Republic of the Philippines

CENTRAL BOARD OF ASSESSMENT APPEALS M a n i l a

THE CITY ASSESSOR OF QUEZON CITY, Respondent-Appellant,

– versus –

THE BOARD OF ASSESSMENT APPEALS OF QUEZON CITY,
Appellee,

CBAA Case No. L-09 Re: Tax Declaration Nos. C-126-02102-C
C-126-02103-C Quezon City

– and –

ROBINSON’S LAND CORPORATION, Petitioner-Appellee,
x – – – – – – – – – – – – – – – – – – – – – – – – – – – – – – – x

D E C I S I O N

BEFORE this Board is an Appeal by Respondent-Appellant, the City

Assessor of Quezon City, on the Decision of the Appellee, Board of

Assessment Appeals of Quezon City, dated July 12, 1993, the dispositive

portion of which provides as follows, viz:

“Wherefore, considering the afore-mentioned ruling of the CBAA, this Board hereby declares that Tax Declarations No. C-126-02102-C and C-126-02103-C are likewise void and, therefore unenforceable. The City Assessor is hereby directed to prepare a new assessment of the property under appeal based on the Schedule of Market Values existing prior to the schedule voided by the Central Board of Assessment Appeals.”

Respondent-Appellant, in his Appeal, assigned the following errors, viz:

The Local Board of Assessment Appeals erred and gravely abused its discretion amounting to lack of or in excess of jurisdiction:

(a) in giving due course to the appeal of Petitioner-Appellee, Robinson’s Land Corporation, notwithstanding its failure to comply with the jurisdictional procedural requirements which are conditions sine qua non to the exercise of the right to appeal.

(b) in not holding that, since the assessed tax was not paid at all, the Board cannot acquire jurisdiction over the case:

(c) in holding that the tax declarations involved herein are null and void;

(d) in directing Respondent-Appellant to prepare a new assessment of the property involved herein on the basis of the schedule of market values existing prior to the schedule voided by the Central Board of Assessment Appeals when the improvements were not yet existing, contrary to and in violation of Section 5 of P.D. 464.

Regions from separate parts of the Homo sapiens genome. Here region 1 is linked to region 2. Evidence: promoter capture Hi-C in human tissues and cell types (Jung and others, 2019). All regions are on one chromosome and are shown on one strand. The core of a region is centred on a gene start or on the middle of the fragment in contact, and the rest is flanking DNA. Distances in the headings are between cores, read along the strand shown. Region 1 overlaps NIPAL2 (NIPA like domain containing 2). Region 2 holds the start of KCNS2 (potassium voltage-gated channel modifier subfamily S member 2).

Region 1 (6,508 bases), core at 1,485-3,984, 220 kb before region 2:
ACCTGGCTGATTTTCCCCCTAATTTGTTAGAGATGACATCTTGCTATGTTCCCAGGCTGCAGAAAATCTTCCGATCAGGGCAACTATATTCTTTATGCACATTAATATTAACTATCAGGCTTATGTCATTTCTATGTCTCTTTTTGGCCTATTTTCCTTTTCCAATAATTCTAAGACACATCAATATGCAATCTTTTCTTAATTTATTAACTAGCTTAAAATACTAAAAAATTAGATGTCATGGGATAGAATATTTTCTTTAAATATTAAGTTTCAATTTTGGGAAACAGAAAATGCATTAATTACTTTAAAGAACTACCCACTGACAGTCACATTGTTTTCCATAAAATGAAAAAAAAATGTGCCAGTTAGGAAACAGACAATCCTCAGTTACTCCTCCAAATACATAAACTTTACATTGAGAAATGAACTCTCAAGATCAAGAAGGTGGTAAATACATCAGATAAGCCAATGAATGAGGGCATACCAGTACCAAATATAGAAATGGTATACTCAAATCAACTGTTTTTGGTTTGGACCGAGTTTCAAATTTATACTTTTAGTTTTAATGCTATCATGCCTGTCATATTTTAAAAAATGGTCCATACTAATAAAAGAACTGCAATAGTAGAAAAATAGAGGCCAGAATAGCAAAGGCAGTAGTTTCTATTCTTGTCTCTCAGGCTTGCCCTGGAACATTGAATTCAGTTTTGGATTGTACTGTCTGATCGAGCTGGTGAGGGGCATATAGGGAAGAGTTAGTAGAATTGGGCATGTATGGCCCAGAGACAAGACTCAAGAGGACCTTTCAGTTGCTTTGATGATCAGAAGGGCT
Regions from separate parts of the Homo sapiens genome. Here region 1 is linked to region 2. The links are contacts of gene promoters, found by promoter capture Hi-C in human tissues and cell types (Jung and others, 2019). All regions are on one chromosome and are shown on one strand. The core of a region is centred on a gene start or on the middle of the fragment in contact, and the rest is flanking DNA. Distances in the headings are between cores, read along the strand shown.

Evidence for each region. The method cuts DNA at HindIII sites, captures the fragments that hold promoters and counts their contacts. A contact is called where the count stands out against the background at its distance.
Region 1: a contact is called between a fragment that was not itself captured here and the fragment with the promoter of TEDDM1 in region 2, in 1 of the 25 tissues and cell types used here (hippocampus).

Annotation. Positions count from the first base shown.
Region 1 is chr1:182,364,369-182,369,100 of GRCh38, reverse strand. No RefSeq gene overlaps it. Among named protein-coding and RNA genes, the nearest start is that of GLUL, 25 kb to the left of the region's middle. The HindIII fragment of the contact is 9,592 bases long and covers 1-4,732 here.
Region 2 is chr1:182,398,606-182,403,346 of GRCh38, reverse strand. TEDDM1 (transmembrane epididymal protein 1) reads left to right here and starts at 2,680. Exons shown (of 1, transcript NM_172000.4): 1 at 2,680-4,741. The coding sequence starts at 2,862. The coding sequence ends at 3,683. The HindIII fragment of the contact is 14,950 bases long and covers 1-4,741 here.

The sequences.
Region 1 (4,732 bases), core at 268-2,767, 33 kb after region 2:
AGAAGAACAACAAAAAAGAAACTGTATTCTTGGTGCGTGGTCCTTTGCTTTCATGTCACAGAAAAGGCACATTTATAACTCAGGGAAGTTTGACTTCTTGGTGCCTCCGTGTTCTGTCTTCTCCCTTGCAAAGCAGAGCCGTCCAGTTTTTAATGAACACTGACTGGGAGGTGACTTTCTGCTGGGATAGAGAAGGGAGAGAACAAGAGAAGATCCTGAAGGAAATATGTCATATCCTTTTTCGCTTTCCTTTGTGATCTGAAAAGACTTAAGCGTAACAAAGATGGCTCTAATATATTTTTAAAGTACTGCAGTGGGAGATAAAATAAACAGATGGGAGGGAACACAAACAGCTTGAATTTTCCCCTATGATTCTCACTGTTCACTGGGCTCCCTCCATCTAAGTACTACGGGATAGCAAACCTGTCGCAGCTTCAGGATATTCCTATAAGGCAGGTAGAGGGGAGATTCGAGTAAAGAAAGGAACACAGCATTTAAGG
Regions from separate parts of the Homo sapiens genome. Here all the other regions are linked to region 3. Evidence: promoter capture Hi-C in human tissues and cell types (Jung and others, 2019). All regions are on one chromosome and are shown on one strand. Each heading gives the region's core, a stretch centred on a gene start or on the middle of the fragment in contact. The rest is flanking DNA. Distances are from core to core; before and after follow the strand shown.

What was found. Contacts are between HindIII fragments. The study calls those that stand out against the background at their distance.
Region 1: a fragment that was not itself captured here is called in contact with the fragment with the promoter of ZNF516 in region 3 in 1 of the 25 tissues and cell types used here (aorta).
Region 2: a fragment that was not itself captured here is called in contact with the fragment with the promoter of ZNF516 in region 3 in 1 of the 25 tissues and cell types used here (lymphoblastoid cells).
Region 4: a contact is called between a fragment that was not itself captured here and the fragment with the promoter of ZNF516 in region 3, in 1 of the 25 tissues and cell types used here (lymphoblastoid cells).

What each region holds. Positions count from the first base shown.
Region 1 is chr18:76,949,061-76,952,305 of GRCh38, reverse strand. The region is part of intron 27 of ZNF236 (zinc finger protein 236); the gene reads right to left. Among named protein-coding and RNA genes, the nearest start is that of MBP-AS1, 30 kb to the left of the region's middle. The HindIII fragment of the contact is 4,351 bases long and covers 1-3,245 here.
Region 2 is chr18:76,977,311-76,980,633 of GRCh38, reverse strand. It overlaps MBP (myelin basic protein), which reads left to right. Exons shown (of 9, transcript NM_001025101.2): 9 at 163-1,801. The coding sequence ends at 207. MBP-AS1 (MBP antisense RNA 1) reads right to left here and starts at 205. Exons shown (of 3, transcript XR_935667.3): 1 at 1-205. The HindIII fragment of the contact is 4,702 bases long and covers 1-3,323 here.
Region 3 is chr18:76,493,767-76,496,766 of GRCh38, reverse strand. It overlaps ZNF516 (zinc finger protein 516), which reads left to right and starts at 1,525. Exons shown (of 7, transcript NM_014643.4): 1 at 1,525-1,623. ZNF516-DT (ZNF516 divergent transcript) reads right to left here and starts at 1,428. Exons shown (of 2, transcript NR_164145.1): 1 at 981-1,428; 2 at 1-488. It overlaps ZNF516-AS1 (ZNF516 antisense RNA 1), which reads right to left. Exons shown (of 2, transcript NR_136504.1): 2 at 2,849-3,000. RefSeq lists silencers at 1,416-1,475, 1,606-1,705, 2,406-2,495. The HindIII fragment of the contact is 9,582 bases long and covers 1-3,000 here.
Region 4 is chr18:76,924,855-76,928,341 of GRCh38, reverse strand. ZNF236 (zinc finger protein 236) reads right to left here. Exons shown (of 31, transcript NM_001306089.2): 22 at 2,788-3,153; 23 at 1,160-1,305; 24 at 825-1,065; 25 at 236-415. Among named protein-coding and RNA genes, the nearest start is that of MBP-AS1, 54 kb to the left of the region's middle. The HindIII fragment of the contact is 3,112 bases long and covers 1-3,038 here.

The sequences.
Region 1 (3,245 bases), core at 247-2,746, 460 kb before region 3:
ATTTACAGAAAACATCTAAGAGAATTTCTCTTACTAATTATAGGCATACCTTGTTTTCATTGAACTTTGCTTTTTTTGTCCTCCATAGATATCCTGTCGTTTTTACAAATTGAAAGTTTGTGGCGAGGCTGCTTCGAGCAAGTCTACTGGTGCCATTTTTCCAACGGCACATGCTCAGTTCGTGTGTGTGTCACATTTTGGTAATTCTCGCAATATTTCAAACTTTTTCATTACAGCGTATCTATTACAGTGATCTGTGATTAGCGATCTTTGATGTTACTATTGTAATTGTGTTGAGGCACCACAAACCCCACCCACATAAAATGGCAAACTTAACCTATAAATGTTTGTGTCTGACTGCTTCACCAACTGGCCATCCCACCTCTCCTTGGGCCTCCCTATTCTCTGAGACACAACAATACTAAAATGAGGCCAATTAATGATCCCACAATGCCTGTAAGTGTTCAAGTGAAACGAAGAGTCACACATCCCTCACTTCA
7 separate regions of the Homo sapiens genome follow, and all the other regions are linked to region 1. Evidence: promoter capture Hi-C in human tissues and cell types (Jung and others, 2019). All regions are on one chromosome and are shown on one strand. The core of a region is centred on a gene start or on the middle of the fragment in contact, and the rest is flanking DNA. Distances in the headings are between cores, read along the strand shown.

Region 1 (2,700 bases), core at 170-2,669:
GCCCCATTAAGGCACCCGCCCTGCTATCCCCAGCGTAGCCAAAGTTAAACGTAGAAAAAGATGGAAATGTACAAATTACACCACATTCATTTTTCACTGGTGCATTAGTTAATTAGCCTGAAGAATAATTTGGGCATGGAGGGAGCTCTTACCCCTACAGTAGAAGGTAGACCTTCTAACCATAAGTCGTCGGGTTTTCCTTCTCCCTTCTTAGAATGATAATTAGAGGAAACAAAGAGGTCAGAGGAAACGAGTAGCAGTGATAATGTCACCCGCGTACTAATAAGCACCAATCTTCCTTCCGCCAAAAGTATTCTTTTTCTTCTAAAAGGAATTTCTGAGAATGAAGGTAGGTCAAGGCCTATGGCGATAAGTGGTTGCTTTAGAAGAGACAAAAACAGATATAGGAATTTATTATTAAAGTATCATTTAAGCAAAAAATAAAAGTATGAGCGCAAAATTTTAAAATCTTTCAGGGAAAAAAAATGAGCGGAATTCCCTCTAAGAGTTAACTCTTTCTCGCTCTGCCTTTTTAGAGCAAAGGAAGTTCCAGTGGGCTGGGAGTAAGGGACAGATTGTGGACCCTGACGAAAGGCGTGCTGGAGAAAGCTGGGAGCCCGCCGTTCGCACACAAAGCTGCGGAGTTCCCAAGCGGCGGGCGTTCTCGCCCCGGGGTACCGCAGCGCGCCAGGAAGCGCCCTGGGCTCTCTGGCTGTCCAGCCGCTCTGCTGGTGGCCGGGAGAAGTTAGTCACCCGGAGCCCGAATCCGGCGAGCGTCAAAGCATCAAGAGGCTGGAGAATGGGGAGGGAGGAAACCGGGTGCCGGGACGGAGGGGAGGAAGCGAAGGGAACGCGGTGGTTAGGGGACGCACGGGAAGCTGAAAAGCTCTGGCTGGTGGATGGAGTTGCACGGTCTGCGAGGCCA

The facts of the case in brief are as follows:

Reference: Book VII, pp. 113-128

Sometime on September 11, 1991, Petitioner-Appellee, Robinson’s Land

Corporation, for the first time received a Statement of Delinquency and Demand

for payment of real property taxes on its real properties consisting of buildings

(shopping malls) covered by Tax Declaration No. C-126-02102-C, in the total

amount of P5,442,440.76, representing real property taxes thereof for the year

1991, together with a photocopy of the owner’s copy of the aforementioned tax

declaration, covering real property consisting of a building (shopping mall)

located at the corner of EDSA and Ortigas Avenue, Ugong Norte, Quezon City

which assessed said property at P 403,143,760.00, effective 1991. Petitioner-

Appellee alleges that there was no Notice of Assessment attached to the said

Statement, neither had they received any such Notice.

Upon receipt of the above Statement of Delinquency, on October 22,

1991, Petitioner-Appellee, sought an administrative relief from Respondent-

Appellant, on the ground that the assessment under Tax Declaration No. C-

126-02102-C, is excessive and without legal basis and further requested that

aforesaid tax declaration be cancelled and a new tax declaration be issued

adopting the old Schedule of Base Unit Construction Cost for Buildings for